in the Seaton and Axminster district so much of the dark hair and eye, that I believe there is less than is supposed, and that there is a very large under-stratum of the earlier Silurian. Perhaps in North Devon there may be more of the Saxon. West of Okehampton there is really not much difference between the Devonian and the Cornishman, but of this more presently.
It is remarkable that the Devonshire dialect prevails in Cornwall above a diagonal line drawn from Padstow to Saltash, on the Tamar; west of this and below it the dialect is different. This is probably due to the Cornish tongue having been abandoned in the west and south long subsequent to its disappearance in the north-east. But this line also marks the limits of an Irish-Gwentian occupation.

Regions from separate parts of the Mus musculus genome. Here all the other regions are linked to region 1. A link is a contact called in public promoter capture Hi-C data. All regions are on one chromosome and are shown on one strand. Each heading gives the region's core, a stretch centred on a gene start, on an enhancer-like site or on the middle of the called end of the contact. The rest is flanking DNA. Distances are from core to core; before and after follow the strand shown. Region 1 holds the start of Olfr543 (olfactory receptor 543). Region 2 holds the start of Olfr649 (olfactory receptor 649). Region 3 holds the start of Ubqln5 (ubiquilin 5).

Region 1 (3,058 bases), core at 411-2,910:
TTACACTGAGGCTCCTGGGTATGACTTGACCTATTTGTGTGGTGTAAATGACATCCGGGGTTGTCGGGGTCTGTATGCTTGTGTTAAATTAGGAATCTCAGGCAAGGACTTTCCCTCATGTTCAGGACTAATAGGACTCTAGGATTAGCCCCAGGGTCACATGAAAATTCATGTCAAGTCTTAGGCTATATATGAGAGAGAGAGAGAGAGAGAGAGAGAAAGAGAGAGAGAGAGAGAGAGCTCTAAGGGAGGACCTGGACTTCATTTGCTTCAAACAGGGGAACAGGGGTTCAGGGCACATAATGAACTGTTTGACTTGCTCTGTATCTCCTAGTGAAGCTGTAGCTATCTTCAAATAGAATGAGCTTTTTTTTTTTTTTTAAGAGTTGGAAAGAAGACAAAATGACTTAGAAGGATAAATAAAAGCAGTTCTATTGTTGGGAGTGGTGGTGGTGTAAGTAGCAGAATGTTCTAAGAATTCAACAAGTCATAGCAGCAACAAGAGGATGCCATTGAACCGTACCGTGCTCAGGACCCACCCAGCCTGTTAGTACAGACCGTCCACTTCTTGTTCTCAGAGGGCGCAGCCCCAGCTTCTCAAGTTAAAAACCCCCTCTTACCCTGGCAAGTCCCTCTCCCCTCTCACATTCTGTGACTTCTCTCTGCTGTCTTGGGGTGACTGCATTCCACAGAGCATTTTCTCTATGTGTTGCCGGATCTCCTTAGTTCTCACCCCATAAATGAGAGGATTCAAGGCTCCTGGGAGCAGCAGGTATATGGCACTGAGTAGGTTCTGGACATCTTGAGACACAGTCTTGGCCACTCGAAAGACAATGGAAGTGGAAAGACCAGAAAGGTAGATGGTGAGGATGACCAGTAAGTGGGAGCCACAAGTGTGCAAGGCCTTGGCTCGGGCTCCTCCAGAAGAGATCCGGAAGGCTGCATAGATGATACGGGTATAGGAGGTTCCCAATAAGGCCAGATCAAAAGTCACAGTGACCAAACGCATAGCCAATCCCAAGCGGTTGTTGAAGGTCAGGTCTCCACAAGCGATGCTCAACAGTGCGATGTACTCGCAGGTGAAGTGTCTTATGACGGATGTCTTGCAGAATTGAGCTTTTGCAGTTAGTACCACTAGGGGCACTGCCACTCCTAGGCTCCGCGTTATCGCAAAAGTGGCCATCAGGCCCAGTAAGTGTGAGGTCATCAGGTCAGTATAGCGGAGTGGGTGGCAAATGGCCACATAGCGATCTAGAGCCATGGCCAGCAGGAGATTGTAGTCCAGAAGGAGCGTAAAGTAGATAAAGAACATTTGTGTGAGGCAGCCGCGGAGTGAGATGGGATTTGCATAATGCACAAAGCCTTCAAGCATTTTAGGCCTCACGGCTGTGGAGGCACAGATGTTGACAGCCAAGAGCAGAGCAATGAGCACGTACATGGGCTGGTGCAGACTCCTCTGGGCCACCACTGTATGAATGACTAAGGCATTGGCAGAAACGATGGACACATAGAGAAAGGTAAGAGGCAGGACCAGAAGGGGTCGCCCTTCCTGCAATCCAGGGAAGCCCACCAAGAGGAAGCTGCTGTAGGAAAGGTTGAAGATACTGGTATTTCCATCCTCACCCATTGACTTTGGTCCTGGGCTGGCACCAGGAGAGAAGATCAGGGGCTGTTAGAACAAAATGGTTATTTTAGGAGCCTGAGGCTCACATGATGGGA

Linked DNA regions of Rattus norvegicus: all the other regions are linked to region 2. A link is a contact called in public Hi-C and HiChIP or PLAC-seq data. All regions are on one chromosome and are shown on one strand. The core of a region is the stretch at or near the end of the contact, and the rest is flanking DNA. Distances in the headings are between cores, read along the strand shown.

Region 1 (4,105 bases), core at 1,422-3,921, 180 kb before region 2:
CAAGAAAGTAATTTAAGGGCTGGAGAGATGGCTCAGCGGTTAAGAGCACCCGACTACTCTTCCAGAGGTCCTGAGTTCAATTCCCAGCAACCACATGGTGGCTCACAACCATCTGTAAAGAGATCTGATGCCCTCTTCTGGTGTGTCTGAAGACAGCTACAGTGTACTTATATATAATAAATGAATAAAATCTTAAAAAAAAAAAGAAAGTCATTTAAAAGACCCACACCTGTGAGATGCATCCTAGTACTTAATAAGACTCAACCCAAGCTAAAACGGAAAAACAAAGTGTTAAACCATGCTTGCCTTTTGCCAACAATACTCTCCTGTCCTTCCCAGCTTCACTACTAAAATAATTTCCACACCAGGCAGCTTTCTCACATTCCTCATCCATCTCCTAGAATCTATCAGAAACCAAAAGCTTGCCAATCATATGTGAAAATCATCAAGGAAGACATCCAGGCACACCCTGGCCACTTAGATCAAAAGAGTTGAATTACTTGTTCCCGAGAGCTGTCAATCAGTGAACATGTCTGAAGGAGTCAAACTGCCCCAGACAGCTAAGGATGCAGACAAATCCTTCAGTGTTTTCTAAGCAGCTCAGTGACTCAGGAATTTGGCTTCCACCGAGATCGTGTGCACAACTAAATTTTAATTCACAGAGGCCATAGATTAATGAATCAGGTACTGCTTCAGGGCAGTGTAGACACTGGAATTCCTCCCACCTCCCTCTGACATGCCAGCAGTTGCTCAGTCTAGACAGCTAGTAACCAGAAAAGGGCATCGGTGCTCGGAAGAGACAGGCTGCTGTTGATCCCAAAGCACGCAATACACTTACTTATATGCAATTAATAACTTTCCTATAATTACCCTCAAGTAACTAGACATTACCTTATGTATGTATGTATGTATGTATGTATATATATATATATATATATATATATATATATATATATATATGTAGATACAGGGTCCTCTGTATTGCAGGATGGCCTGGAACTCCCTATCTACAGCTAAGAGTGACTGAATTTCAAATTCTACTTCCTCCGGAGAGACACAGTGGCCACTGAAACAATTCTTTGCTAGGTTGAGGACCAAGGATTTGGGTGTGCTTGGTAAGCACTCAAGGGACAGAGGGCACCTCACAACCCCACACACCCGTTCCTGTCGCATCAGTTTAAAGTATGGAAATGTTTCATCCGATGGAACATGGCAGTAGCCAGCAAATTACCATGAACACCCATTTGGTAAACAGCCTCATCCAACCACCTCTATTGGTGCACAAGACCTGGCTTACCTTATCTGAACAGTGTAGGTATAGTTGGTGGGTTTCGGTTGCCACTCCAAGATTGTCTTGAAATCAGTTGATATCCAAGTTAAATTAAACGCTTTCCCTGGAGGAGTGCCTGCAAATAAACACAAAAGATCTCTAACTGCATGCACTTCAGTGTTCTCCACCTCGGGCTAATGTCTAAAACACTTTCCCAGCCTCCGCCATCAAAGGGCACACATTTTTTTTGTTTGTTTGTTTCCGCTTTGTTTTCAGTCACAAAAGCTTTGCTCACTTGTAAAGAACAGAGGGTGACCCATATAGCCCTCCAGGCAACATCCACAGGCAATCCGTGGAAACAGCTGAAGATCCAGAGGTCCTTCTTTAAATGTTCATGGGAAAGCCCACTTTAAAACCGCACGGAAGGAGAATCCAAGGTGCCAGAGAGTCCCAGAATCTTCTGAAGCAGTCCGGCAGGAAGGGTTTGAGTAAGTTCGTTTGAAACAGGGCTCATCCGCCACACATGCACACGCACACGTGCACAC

The dialect is fast dying out, but the intonation of the voice will remain long after peculiar words have ceased to be employed.
The "z" has a sound found nowhere else, due to the manner in which the tongue is turned up to the palate for the production of the sound; "ou" and "oo" in such words as "you" and "moon" is precisely that of the French u in "lune."
Gender is entirely disregarded; a cow is a "he," who runs dry, and of a cock it is said "her crows in the morn." But then the male rooster is never a cock, but a stag.
The late Mr. Arnold, inspector of schools, was much troubled about the dialect when he came into the county. One day, when examining the school